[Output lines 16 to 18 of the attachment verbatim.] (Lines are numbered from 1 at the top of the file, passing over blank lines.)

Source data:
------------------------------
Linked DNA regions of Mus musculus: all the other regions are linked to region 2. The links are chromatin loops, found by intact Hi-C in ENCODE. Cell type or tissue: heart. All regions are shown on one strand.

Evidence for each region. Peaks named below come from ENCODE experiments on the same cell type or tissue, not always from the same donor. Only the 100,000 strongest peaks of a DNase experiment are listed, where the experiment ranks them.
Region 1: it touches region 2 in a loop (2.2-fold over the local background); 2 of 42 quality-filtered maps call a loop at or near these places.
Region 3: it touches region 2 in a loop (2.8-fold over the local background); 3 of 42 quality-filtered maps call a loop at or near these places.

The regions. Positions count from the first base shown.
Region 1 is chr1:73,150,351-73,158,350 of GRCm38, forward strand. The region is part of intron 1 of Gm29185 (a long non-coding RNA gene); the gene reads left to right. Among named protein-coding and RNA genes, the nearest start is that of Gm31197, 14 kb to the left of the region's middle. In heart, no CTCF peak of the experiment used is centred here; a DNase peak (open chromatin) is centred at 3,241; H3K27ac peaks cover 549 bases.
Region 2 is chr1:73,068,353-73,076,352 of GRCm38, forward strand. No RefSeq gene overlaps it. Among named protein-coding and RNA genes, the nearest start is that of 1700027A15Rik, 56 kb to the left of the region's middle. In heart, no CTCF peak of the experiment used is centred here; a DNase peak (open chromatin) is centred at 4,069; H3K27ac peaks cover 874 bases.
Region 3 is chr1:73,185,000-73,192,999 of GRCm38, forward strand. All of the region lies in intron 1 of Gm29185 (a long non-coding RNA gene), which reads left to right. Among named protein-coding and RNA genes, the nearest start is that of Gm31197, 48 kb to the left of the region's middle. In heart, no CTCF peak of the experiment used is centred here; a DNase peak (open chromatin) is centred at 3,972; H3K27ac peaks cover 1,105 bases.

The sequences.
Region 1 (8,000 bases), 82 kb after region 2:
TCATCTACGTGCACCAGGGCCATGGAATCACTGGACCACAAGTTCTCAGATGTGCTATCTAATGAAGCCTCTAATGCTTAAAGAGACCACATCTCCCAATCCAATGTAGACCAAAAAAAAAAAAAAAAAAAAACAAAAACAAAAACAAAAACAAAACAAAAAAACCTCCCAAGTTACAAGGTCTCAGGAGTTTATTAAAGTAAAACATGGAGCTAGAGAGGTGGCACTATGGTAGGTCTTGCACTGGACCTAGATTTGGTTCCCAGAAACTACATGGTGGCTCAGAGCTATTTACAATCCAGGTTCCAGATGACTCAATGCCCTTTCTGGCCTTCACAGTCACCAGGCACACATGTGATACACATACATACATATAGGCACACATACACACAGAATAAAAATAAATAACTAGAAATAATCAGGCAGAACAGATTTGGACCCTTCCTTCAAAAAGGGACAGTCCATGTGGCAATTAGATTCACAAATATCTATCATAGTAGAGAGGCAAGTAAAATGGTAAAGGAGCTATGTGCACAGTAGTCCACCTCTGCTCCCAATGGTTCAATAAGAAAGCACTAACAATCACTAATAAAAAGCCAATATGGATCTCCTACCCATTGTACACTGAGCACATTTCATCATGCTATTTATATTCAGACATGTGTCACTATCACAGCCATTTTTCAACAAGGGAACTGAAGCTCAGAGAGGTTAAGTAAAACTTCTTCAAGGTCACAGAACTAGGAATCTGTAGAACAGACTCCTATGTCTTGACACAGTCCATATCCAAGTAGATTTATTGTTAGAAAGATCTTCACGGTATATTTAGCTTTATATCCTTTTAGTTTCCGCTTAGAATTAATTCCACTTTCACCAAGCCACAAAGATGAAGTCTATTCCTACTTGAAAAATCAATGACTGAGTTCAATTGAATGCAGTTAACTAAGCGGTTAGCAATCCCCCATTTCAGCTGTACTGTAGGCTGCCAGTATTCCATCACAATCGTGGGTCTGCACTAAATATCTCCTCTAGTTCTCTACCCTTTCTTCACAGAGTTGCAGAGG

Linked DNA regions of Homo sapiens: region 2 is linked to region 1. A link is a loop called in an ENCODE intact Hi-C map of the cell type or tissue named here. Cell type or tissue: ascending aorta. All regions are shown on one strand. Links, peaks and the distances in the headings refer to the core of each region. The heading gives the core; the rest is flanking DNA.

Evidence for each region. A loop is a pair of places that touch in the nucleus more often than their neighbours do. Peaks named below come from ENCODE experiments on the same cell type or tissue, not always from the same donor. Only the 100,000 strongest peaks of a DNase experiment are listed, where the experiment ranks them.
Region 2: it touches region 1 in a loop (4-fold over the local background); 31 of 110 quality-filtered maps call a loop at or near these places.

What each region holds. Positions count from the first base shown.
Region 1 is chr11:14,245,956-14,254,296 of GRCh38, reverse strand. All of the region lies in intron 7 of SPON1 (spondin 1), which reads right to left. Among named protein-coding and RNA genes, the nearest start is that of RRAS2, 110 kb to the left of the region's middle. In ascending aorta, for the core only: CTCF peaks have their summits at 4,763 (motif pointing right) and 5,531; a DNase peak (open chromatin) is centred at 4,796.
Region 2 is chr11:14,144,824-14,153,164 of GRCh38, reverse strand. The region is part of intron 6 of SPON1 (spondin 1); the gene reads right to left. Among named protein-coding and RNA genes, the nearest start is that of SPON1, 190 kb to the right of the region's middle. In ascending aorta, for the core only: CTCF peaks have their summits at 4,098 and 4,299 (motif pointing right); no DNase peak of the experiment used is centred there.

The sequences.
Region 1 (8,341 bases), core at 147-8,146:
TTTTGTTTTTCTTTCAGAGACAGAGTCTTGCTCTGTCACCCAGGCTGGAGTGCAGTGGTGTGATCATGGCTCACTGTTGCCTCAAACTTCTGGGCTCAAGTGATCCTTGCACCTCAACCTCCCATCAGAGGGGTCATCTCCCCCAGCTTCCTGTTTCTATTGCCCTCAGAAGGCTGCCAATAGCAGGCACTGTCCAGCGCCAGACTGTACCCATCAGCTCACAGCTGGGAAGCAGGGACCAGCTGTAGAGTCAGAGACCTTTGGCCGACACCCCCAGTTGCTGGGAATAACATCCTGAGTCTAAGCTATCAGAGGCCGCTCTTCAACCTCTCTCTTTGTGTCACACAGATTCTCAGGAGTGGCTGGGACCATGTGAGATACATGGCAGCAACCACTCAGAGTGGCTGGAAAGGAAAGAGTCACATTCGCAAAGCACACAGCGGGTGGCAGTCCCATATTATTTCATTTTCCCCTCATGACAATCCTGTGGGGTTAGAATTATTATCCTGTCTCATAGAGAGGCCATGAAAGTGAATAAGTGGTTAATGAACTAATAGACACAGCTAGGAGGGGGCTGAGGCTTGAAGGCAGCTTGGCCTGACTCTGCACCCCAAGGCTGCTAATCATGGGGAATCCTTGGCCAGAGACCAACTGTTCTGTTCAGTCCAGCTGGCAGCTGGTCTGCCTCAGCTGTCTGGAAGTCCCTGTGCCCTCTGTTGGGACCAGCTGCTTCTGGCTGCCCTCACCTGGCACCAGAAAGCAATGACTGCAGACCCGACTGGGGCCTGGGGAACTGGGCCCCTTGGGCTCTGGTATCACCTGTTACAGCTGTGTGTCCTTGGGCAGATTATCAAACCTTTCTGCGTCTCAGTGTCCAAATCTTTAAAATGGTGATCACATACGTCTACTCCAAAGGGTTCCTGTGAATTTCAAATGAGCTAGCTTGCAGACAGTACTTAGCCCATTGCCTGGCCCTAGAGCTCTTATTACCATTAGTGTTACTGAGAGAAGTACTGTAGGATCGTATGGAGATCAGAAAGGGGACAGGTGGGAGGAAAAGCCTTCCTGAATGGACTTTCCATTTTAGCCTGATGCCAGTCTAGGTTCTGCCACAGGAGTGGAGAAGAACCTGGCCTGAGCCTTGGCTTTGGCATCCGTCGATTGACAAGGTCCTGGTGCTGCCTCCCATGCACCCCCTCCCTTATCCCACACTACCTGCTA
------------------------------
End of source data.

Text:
Region 1 is chr11:14,245,956-14,254,296 of GRCh38, reverse strand. All of the region lies in intron 7 of SPON1 (spondin 1), which reads right to left. Among named protein-coding and RNA genes, the nearest start is that of RRAS2, 110 kb to the left of the region's middle. In ascending aorta, for the core only: CTCF peaks have their summits at 4,763 (motif pointing right) and 5,531; a DNase peak (open chromatin) is centred at 4,796.
Region 2 is chr11:14,144,824-14,153,164 of GRCh38, reverse strand. The region is part of intron 6 of SPON1 (spondin 1); the gene reads right to left. Among named protein-coding and RNA genes, the nearest start is that of SPON1, 190 kb to the right of the region's middle. In ascending aorta, for the core only: CTCF peaks have their summits at 4,098 and 4,299 (motif pointing right); no DNase peak of the experiment used is centred there.

The sequences.